On Tuesday, May 15, pianist Shai Wosner plays the world premiere of Michael Hersch’s piano concerto, along the ravines. We recently had the opportunity to ask him about fragments, form, and the challenges and opportunities that come with performing a world premiere. Like world premieres? We’ve got another on May 17: six concert arias from The Noblest Game by David Diamond. Read more about both programs and get your tickets here.
As Seattle Symphony annotator Paul Schiavo writes, Michael Hersch’s along the ravines “is unusual in both form and conceptual basis.” As with many of Hersch’s recent compositions, along the ravines is paired with “companion texts.” In fact, fragments of poetry by Polish poet Zbigniew Herbert are printed with the score. What challenges and opportunities does the pairing of text and music present in your interpretation of Hersch’s score?
Although the inclusion of poetry quotations as “mottos” for musical works has been in practice since at least the early 19th-century, I feel that in the case of this piece these fragments are inseparable from the music. They could almost replace the more “mundane” directions such as tempo markings and performance indications with their atmosphere and spirit. It also lends the piece a certain intimacy, as if the composer draws both the musician and the listener into the world of images that had originally inspired him to write the piece.
[Please see the bottom of this post for the Herbert's poetic fragments.]
What is unusual about the musical form of along the ravines?
I think the use of multiple short movements both highlights the fragmentary, or episodic, character of the music but also the way many disparate elements are some how accumulated into one monolithic whole. I guess it sounds paradoxical, but the end of the piece delineates how it is both a journey that comes full circle, and still remains open-ended.
The text consists of 10 fragments, but carries a weight that reaches beyond the words themselves. Given this, how do you feel about the music itself?
The music has that quality as well, in the sense that it is primarily made of gestures, sometime very modest and sometimes huge, that seem to go beyond the actual notes that make them up. The music is both very abstract yet emotionally direct and it seems that the abstract quality is further highlighted by including only fragments of poetry rather than complete poems.
What do you like about performing world premieres? What is challenging about performing them?
It is a very big challenge, since you obviously don’t have the sounds of the piece in your mind from recordings as you do with many other pieces, for example. There is also no general experience of the piece in the mind of others that you can build on and play with. At the same time, it is a fascinating process because you look for ways to find the meaning in music that, literally, hasn’t yet existed beyond the printed page in the same way that a familiar piece already has a past in the listener’s mind. In theater (and in French), they use the word ‘create’ to describe a first performance, as if it’s inseparable from the process of composition (and sometimes it is). And although I think that any musician is essentially involved in the ‘creation’ of any piece he or she plays in a very profound way, there is an added ‘behind-the-scenes’ aspect to it when dealing with a brand new piece and working closely on it with the composer that changes the whole experience of the piece.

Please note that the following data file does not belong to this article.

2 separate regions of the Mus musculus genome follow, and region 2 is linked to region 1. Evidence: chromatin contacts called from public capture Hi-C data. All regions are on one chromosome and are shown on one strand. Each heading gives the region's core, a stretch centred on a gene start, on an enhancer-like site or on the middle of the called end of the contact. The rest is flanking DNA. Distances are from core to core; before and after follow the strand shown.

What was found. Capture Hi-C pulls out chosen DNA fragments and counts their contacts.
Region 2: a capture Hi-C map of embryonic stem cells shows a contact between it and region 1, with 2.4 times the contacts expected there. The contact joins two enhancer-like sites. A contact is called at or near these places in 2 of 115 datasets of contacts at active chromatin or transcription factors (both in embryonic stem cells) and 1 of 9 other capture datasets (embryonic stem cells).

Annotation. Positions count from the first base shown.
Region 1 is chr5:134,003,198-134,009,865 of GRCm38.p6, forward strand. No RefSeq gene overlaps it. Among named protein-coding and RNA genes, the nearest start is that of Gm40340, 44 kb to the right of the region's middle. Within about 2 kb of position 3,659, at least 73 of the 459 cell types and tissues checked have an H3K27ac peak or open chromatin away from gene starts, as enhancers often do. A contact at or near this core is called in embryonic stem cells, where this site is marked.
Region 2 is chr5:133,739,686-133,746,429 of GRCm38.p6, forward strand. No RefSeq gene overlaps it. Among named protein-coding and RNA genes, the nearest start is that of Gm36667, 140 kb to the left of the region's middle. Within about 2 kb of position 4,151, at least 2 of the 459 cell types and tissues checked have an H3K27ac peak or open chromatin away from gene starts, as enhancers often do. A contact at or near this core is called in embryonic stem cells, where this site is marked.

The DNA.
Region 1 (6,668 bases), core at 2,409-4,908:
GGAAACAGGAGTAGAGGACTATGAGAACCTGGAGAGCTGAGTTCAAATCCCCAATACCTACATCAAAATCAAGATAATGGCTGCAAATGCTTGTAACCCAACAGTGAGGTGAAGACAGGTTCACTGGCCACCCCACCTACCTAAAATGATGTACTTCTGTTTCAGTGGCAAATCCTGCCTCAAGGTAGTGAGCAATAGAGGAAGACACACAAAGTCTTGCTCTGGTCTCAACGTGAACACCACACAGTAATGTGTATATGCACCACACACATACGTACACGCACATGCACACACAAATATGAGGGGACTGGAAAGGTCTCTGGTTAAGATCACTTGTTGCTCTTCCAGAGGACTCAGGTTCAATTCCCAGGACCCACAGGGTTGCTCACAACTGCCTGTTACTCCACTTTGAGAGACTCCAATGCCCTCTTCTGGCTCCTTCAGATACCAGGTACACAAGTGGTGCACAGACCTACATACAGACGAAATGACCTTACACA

Accompanying text to Michael Hersch’s along the ravines, for Piano and Orchestra
All poetry by Zbigniew Herbert
Translations by Czeslaw Milosz, Peter Dale Scott, John Carpenter and Bogdana Carpenter
Reprinted with permission of the publisher.
… to tremble in the air
blow in the ashes stir the ether
gnaw our fingers seek vain words
Drag off the fallen shades behind us …
They walked along ravines …
They breathed on the frozen dawn …
Cup your hands to scoop up sleep
and the forest will come: a green cloud
a birch trunk like a chord of light
and a thousand eyelids fluttering
with forgotten leafy speech
then you will recall the white morning
when you waited for the opening of
the gates …
I shall be moved neither by the
nor by the shouting of angels
I shall sit
my eyes fixed
upon the heart of things
a dead star
a black drop of infinity
The earth’s axis screeches and comes to
Everything stands still then: storms,
ships and clouds …
And after a while the world moves on.
The ocean swallows and regurgitates,
valleys send off steam …
… the resounding class of air against air.
… circling in the darkness
crawling in dust
a moment before
the final division
of those gnashing their teeth
from those singing psalms
… a gray wreath
… the world’s four walls go down
… again the forest: a charred cloud
forehead branded by black light
and a thousand lids pressed
tightly on motionless eyeballs
a tree and the air broken …